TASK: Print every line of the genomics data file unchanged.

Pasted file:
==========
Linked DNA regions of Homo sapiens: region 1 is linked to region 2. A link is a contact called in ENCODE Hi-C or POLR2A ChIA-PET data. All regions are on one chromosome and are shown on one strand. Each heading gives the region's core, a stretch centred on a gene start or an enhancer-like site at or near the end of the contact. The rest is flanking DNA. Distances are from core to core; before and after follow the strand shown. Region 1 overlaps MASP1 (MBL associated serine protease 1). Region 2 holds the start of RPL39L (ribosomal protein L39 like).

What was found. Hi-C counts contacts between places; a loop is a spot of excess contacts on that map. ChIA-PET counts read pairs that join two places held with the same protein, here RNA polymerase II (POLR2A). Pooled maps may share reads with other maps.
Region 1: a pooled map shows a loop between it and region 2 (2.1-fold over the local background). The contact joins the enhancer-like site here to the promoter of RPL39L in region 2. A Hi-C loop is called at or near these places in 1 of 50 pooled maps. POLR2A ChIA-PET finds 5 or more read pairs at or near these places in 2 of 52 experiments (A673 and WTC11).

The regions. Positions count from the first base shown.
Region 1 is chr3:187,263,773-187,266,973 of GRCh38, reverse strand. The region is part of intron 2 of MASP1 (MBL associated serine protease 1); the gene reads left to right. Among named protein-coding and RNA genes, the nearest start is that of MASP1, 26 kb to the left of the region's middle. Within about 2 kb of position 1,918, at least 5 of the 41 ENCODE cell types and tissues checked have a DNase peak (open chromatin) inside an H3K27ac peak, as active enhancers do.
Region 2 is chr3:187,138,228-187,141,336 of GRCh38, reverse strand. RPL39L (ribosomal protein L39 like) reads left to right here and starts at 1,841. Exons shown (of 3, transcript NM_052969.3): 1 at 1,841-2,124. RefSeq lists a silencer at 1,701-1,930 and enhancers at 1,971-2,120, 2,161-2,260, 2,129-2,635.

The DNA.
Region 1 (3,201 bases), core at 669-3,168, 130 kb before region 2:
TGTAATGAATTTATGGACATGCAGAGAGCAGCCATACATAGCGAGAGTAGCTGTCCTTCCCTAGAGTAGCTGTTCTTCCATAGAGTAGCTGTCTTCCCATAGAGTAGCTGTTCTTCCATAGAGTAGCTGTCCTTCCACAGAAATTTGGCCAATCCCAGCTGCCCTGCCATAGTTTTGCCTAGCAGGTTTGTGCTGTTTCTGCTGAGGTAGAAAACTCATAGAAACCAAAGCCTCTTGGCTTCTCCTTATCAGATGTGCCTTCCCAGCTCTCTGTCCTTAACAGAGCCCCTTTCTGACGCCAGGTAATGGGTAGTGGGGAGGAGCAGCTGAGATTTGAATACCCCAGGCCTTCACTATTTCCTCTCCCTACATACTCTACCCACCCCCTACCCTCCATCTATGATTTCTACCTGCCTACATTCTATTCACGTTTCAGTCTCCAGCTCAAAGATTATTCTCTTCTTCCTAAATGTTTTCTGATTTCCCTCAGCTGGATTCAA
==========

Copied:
Linked DNA regions of Homo sapiens: region 1 is linked to region 2. A link is a contact called in ENCODE Hi-C or POLR2A ChIA-PET data. All regions are on one chromosome and are shown on one strand. Each heading gives the region's core, a stretch centred on a gene start or an enhancer-like site at or near the end of the contact. The rest is flanking DNA. Distances are from core to core; before and after follow the strand shown. Region 1 overlaps MASP1 (MBL associated serine protease 1). Region 2 holds the start of RPL39L (ribosomal protein L39 like).

What was found. Hi-C counts contacts between places; a loop is a spot of excess contacts on that map. ChIA-PET counts read pairs that join two places held with the same protein, here RNA polymerase II (POLR2A). Pooled maps may share reads with other maps.
Region 1: a pooled map shows a loop between it and region 2 (2.1-fold over the local background). The contact joins the enhancer-like site here to the promoter of RPL39L in region 2. A Hi-C loop is called at or near these places in 1 of 50 pooled maps. POLR2A ChIA-PET finds 5 or more read pairs at or near these places in 2 of 52 experiments (A673 and WTC11).

The regions. Positions count from the first base shown.
Region 1 is chr3:187,263,773-187,266,973 of GRCh38, reverse strand. The region is part of intron 2 of MASP1 (MBL associated serine protease 1); the gene reads left to right. Among named protein-coding and RNA genes, the nearest start is that of MASP1, 26 kb to the left of the region's middle. Within about 2 kb of position 1,918, at least 5 of the 41 ENCODE cell types and tissues checked have a DNase peak (open chromatin) inside an H3K27ac peak, as active enhancers do.
Region 2 is chr3:187,138,228-187,141,336 of GRCh38, reverse strand. RPL39L (ribosomal protein L39 like) reads left to right here and starts at 1,841. Exons shown (of 3, transcript NM_052969.3): 1 at 1,841-2,124. RefSeq lists a silencer at 1,701-1,930 and enhancers at 1,971-2,120, 2,161-2,260, 2,129-2,635.

The DNA.
Region 1 (3,201 bases), core at 669-3,168, 130 kb before region 2:
TGTAATGAATTTATGGACATGCAGAGAGCAGCCATACATAGCGAGAGTAGCTGTCCTTCCCTAGAGTAGCTGTTCTTCCATAGAGTAGCTGTCTTCCCATAGAGTAGCTGTTCTTCCATAGAGTAGCTGTCCTTCCACAGAAATTTGGCCAATCCCAGCTGCCCTGCCATAGTTTTGCCTAGCAGGTTTGTGCTGTTTCTGCTGAGGTAGAAAACTCATAGAAACCAAAGCCTCTTGGCTTCTCCTTATCAGATGTGCCTTCCCAGCTCTCTGTCCTTAACAGAGCCCCTTTCTGACGCCAGGTAATGGGTAGTGGGGAGGAGCAGCTGAGATTTGAATACCCCAGGCCTTCACTATTTCCTCTCCCTACATACTCTACCCACCCCCTACCCTCCATCTATGATTTCTACCTGCCTACATTCTATTCACGTTTCAGTCTCCAGCTCAAAGATTATTCTCTTCTTCCTAAATGTTTTCTGATTTCCCTCAGCTGGATTCAA